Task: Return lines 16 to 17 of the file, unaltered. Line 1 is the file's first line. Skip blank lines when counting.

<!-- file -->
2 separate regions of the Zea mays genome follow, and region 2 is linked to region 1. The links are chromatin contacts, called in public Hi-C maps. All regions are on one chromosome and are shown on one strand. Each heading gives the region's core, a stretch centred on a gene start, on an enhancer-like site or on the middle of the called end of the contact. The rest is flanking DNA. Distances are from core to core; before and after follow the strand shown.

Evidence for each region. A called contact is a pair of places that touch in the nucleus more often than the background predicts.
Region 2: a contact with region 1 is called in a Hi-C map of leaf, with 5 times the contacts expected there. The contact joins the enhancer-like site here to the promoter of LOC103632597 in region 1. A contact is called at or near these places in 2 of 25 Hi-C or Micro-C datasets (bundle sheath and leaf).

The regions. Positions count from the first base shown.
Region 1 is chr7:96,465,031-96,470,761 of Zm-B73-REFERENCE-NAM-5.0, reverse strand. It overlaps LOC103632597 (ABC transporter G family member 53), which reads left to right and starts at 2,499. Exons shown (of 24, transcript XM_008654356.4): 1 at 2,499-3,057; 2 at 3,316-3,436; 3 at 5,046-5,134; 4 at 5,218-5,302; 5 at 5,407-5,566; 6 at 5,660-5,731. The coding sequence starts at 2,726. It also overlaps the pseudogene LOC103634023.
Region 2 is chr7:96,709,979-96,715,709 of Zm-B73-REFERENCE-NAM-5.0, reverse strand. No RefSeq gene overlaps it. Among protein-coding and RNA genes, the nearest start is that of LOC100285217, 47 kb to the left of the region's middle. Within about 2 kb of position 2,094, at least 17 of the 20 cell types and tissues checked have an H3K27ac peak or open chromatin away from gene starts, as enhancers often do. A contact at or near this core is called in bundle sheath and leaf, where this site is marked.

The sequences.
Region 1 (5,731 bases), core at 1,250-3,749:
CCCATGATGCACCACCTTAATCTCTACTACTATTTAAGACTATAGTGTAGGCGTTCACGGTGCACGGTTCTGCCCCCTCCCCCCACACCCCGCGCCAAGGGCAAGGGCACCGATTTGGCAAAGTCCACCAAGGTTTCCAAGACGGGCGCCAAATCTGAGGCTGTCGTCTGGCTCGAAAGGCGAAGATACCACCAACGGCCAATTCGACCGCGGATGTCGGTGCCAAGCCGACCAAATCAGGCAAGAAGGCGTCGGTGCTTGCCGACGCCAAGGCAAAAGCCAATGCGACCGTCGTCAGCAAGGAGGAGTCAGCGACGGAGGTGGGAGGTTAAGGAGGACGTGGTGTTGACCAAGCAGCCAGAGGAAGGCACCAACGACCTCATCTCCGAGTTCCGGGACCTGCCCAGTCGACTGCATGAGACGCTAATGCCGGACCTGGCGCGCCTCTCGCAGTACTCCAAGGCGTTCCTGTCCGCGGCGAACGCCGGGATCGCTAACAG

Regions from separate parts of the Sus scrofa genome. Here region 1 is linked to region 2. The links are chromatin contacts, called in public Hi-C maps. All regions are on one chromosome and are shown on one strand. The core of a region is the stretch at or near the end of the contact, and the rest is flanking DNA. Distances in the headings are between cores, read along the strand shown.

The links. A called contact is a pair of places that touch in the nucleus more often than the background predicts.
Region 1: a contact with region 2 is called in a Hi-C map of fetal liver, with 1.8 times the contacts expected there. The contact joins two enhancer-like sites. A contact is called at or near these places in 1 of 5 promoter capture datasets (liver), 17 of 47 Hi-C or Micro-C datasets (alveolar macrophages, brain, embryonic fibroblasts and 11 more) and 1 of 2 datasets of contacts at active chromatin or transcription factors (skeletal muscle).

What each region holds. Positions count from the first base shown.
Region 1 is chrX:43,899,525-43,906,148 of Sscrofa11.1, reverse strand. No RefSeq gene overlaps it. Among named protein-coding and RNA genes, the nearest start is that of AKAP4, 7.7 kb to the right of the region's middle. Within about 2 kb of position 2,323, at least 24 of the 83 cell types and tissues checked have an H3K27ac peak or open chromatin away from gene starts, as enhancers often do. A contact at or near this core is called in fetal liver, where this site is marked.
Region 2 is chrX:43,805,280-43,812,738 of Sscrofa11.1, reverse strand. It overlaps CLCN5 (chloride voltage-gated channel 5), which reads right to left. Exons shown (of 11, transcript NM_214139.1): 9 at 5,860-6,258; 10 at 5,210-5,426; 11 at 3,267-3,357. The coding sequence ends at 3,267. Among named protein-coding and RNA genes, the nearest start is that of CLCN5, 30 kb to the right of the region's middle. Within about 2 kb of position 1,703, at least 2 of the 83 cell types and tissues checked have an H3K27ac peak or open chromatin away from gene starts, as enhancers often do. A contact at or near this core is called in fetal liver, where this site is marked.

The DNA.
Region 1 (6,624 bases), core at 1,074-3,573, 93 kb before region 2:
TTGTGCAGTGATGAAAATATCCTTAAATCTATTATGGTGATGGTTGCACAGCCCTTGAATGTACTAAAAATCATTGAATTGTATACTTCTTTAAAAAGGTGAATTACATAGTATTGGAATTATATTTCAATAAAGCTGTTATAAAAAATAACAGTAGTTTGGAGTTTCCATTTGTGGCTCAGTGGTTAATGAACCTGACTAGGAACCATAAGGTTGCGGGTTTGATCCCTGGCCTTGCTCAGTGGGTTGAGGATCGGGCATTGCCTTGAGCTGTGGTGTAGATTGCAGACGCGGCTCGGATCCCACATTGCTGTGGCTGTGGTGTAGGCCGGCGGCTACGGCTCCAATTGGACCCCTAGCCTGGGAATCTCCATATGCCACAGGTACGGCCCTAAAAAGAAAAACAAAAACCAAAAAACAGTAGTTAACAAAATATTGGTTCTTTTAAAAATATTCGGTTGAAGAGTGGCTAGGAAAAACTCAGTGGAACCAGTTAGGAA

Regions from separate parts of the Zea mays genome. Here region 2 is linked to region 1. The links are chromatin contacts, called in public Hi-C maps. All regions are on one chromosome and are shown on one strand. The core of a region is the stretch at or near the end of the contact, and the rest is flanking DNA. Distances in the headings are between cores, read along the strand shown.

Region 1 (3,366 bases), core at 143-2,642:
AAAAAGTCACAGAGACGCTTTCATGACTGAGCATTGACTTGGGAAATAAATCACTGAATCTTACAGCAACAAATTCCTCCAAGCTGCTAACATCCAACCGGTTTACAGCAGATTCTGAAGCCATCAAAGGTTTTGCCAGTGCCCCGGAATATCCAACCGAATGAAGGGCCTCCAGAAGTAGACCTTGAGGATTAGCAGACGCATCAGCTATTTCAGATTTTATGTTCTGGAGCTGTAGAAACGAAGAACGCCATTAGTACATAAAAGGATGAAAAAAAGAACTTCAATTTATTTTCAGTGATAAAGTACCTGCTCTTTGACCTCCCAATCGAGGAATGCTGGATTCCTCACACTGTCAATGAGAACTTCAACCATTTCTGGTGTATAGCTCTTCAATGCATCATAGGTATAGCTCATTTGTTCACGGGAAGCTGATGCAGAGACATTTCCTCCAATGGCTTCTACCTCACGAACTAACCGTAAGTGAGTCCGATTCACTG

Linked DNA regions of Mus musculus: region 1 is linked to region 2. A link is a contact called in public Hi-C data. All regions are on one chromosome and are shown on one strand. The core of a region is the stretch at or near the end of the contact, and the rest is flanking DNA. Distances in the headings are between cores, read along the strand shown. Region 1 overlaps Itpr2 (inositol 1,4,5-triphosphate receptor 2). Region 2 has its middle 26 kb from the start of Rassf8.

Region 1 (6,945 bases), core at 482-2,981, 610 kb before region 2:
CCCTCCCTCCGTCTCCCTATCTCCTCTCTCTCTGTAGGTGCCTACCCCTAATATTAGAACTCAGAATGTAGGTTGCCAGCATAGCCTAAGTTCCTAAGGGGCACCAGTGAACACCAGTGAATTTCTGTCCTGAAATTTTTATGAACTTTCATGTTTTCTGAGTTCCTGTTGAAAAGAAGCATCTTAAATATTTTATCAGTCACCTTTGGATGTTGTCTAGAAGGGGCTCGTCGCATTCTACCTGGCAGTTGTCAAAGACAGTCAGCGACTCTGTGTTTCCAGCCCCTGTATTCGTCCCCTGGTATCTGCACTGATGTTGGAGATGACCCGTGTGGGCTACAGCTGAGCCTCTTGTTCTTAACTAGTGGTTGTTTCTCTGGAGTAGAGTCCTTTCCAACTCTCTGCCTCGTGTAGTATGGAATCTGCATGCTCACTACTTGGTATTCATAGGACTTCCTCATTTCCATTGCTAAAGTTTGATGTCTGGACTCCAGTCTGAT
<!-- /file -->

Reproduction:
The DNA.
Region 1 (6,624 bases), core at 1,074-3,573, 93 kb before region 2: